(Note: See my August 5 blog post: Jonathan Myrick Daniels – a modern day Christian martyr)
August 14 is the annual commemoration of the American Episcopal Church of Jonathan Myrick Daniels (March 20, 1939-August 20, 1965), a martyr for the sake of Jesus’ gospel of love and justice. The Collect (or prayer) appointed for this day:
O God of justice and compassion, who put down the proud and the Mighty from their place, and lift up the poor and afflicted: We give you thanks for your faithful witness Jonathan Myrick Daniels, who, in the midst of injustice and violence, risked and gave his life for another; and we pray that we, following his example, may make no peace with oppression; through Jesus Christ the just one: who lives and reigns with you and the Holy Spirit, one God, for ever and ever. Amen.
Honoring Daniels’ memory and legacy, I share excerpts from his reflections. His words, for me, bespeak a faithful life; one that prepared him (though he, as any of us, could not know when or how) for a holy death.
In March 1965, Dr. Martin Luther King, Jr., summoned people of good will to come to Selma, Alabama, to take part in a protest march to Montgomery, the state capital, as an outward and visible sign of support of civil rights for all. Daniels, then a student at the Episcopal Theological Seminary, Cambridge, Massachusetts, during a service of worship experienced an epiphany.
Reflection 1: “My soul doth magnify the Lord, and my spirit hath rejoiced in God my Saviour.” I had come to Evening Prayer as usual that evening, and as usual I was singing the Magnificat with the special love and reverence I have always felt for Mary’s glad song. “He hath showed strength with his arm.” As the lovely hymn of the God-bearer continued, I found myself peculiarly alert, suddenly straining toward the decisive, luminous, Spirit-filled “moment”…Then it came. “He hath put down the mighty from their seat, and hath exalted the humble and meek. He hath filled the hungry with good things.” I knew then that I must go to Selma. The Virgin’s song was to grow more and more dear in the weeks ahead.
In Selma, the marchers’ paths were obstructed by police officers. Daniels described one encounter in the vivid detail of intense human confrontation. Contemplating this experience (particularly his closing words: “Had I been freely arranging the order for Evening Prayer that night, I think I might have followed the General Confession directly with the General Thanksgiving – or perhaps the Te Deum”, which I interpret as his expression of Spirit-liberating thanksgiving and praise arising from his honest confession of his sinfulness), I discern in Daniels a rare capacity and a rarer willingness to recognize the commonality of all humanity, especially across lines of conflict; that acknowledgement shattering an egoistic self-righteousness that had been bolstered by his self-assurance of the goodness of his cause.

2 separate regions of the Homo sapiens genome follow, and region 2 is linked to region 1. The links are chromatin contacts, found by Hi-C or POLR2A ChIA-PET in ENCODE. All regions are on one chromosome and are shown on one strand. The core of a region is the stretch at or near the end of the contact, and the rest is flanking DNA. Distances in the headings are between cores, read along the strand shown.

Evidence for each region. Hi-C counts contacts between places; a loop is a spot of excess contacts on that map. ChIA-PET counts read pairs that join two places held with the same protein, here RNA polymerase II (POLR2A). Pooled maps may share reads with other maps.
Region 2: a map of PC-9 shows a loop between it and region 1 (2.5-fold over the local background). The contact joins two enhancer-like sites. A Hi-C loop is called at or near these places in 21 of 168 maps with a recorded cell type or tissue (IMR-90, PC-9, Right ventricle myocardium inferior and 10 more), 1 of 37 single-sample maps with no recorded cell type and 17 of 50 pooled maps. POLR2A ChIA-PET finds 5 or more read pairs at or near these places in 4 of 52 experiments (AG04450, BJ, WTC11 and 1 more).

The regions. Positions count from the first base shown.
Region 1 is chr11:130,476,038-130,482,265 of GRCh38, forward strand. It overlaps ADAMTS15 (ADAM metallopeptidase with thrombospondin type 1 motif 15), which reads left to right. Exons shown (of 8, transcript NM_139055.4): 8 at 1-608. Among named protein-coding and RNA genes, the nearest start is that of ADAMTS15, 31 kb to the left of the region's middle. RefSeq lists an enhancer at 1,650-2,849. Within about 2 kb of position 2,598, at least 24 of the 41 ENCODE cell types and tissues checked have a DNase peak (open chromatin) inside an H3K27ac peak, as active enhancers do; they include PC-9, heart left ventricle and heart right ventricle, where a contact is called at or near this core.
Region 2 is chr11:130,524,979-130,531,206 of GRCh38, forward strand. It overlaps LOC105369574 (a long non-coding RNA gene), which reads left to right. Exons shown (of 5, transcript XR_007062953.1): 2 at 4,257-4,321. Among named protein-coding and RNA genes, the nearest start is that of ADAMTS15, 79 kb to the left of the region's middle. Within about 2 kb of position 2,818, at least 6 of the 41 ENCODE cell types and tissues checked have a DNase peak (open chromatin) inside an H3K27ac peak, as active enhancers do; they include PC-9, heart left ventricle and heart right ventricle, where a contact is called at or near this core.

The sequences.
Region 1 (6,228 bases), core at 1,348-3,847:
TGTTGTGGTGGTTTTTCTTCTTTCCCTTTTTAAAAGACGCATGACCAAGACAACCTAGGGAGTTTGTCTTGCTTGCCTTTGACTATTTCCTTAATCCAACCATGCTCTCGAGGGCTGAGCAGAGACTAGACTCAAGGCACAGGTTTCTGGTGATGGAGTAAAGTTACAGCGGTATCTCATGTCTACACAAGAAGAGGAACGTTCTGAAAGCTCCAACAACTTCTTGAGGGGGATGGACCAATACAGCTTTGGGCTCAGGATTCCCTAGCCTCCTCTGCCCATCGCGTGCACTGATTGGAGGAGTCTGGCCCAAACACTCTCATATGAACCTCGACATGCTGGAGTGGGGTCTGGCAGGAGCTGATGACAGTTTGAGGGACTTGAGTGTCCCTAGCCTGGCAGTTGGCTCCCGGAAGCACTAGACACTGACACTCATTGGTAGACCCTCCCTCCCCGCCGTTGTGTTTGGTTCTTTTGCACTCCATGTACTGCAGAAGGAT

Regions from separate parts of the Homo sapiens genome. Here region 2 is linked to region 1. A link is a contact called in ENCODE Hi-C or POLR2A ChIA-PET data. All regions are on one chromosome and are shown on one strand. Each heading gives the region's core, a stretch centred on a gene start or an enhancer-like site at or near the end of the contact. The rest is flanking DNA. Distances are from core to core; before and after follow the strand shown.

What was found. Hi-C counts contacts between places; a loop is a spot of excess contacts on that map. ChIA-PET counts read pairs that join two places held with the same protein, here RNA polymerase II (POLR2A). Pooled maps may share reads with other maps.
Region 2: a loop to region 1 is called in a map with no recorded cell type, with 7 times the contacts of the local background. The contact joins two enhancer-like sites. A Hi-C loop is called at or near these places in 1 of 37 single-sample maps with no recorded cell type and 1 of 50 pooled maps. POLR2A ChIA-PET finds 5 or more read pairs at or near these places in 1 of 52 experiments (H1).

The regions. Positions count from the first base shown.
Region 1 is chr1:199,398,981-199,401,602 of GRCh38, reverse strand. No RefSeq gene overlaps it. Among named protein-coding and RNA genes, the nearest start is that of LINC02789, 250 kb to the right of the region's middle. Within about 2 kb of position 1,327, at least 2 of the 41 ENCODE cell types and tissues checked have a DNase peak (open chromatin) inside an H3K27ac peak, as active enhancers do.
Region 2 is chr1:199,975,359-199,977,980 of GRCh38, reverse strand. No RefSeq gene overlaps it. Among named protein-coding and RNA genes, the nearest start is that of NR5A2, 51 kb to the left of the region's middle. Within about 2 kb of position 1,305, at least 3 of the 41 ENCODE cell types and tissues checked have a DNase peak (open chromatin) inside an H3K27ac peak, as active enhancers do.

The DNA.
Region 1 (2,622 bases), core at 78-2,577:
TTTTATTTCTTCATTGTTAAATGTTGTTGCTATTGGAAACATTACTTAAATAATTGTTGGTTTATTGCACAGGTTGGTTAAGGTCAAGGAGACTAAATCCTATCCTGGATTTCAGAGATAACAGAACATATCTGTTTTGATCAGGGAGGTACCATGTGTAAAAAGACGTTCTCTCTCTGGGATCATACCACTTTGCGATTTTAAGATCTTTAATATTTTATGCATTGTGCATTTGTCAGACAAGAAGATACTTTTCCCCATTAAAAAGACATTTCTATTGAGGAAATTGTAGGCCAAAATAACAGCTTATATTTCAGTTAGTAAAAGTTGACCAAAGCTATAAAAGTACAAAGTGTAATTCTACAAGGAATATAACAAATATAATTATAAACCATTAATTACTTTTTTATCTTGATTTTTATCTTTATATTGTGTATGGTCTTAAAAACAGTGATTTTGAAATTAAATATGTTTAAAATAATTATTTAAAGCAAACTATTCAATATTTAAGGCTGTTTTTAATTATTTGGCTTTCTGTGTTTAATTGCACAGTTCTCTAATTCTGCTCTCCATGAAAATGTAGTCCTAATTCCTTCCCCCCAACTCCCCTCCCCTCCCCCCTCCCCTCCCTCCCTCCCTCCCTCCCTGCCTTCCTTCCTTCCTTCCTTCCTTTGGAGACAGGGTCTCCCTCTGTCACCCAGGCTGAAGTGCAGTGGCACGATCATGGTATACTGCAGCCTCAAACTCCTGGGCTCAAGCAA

Reflection 2: After a week-long, rain-soaked vigil, we still stood face to face with the Selma police. I stood, for a change, in the front rank, ankle-deep in an enormous puddle. To my immediate right were high school students, for the most part, and further to the right were a swarm of clergymen. My end of the line surged forward at one point, led by a militant Episcopal priest whose temper (as usual) was at combustion-point. Thus I found myself only inches from a young policeman. The air crackled with tension and open hostility. Emma Jean, a sophomore in the Negro high school, called my name from behind. I reached back for her hand to bring her up to the front rank, but she did not see. Again she asked me to come back. My determination had become infectiously savage, and I insisted that she come forward – I would not retreat! Again I reached for her hand and pulled her forward. The young policeman spoke: “You’re dragging her through the puddle. You ought to be ashamed for treating a girl like that.” Flushing – I had forgotten the puddle – I snarled something at him about whose-fault-it-really-was that managed to be both defensive and self-righteous. We matched baleful glances and then both looked away. And then came a moment of shattering internal quiet, in which I felt shame, indeed, and a kind of reluctant love for the young policeman. I apologized to Emma Jean. And then it occurred to me to apologize to him and to thank him. Though he looked away in contempt – I was not altogether sure I blamed him – I had received a blessing I would not forget. Before long the kids were singing, “I love —.” One of my friends asked [the young policeman] for his name. His name was Charlie. When we sang for him, he blushed and then smiled in a truly sacramental mixture of embarrassment and pleasure and shyness. Soon the young policeman looked relaxed, we all lit cigarettes (in a couple of instances, from a common match, and small groups of kids and policemen clustered to joke or talk cautiously about the situation. It was thus a shock later to look across the rank at the clergymen and their opposites, who glared across a still unbroken wall in what appeared to be silent hatred. Had I been freely arranging the order for Evening Prayer that night, I think I might have followed the General Confession directly with the General Thanksgiving – or perhaps the Te Deum.